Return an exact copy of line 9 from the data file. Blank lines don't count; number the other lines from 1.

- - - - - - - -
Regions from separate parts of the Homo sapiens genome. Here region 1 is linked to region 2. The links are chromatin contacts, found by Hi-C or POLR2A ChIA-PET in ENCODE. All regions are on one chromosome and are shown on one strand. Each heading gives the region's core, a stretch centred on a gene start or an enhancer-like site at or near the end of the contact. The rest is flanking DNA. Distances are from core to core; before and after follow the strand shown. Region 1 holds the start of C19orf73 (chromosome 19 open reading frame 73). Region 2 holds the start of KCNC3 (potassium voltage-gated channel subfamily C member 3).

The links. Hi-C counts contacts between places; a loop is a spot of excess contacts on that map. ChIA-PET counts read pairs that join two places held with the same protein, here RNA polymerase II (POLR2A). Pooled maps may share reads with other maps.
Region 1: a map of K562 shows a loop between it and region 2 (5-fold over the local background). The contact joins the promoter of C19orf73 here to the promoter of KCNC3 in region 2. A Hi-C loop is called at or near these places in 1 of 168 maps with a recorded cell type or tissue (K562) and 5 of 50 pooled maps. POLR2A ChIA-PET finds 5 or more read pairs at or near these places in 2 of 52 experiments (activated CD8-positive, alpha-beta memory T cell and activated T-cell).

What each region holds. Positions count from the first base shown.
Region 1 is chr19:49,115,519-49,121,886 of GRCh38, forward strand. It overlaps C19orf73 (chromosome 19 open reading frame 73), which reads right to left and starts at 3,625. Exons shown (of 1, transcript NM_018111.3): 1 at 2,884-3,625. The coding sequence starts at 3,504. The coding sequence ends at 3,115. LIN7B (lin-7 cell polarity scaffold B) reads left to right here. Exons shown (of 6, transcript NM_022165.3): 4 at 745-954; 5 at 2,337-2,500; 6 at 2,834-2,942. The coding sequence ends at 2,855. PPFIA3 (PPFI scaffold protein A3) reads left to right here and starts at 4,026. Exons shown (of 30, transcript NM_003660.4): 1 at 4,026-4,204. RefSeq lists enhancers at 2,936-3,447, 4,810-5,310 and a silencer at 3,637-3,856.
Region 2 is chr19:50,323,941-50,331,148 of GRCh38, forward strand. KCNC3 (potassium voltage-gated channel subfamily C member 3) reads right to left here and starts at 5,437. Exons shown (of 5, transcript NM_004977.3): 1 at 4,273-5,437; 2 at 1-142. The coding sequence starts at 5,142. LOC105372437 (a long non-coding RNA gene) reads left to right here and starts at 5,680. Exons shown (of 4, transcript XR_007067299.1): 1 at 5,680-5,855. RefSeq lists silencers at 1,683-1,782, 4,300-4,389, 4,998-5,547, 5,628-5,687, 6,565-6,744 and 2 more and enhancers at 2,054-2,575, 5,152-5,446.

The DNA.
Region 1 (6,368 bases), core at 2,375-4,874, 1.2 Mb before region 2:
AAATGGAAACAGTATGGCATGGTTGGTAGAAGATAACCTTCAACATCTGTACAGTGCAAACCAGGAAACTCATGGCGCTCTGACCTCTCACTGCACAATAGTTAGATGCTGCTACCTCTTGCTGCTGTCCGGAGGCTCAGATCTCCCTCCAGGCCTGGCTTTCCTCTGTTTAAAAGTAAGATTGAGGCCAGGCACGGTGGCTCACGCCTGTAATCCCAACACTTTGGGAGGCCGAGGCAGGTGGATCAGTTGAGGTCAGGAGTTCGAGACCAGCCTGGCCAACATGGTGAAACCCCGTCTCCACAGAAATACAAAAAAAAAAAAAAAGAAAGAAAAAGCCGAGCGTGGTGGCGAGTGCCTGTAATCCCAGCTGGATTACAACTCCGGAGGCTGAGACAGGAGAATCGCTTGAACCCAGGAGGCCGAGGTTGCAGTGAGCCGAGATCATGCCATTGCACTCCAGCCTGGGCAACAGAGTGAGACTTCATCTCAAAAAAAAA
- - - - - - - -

AAATGGAAACAGTATGGCATGGTTGGTAGAAGATAACCTTCAACATCTGTACAGTGCAAACCAGGAAACTCATGGCGCTCTGACCTCTCACTGCACAATAGTTAGATGCTGCTACCTCTTGCTGCTGTCCGGAGGCTCAGATCTCCCTCCAGGCCTGGCTTTCCTCTGTTTAAAAGTAAGATTGAGGCCAGGCACGGTGGCTCACGCCTGTAATCCCAACACTTTGGGAGGCCGAGGCAGGTGGATCAGTTGAGGTCAGGAGTTCGAGACCAGCCTGGCCAACATGGTGAAACCCCGTCTCCACAGAAATACAAAAAAAAAAAAAAAGAAAGAAAAAGCCGAGCGTGGTGGCGAGTGCCTGTAATCCCAGCTGGATTACAACTCCGGAGGCTGAGACAGGAGAATCGCTTGAACCCAGGAGGCCGAGGTTGCAGTGAGCCGAGATCATGCCATTGCACTCCAGCCTGGGCAACAGAGTGAGACTTCATCTCAAAAAAAAA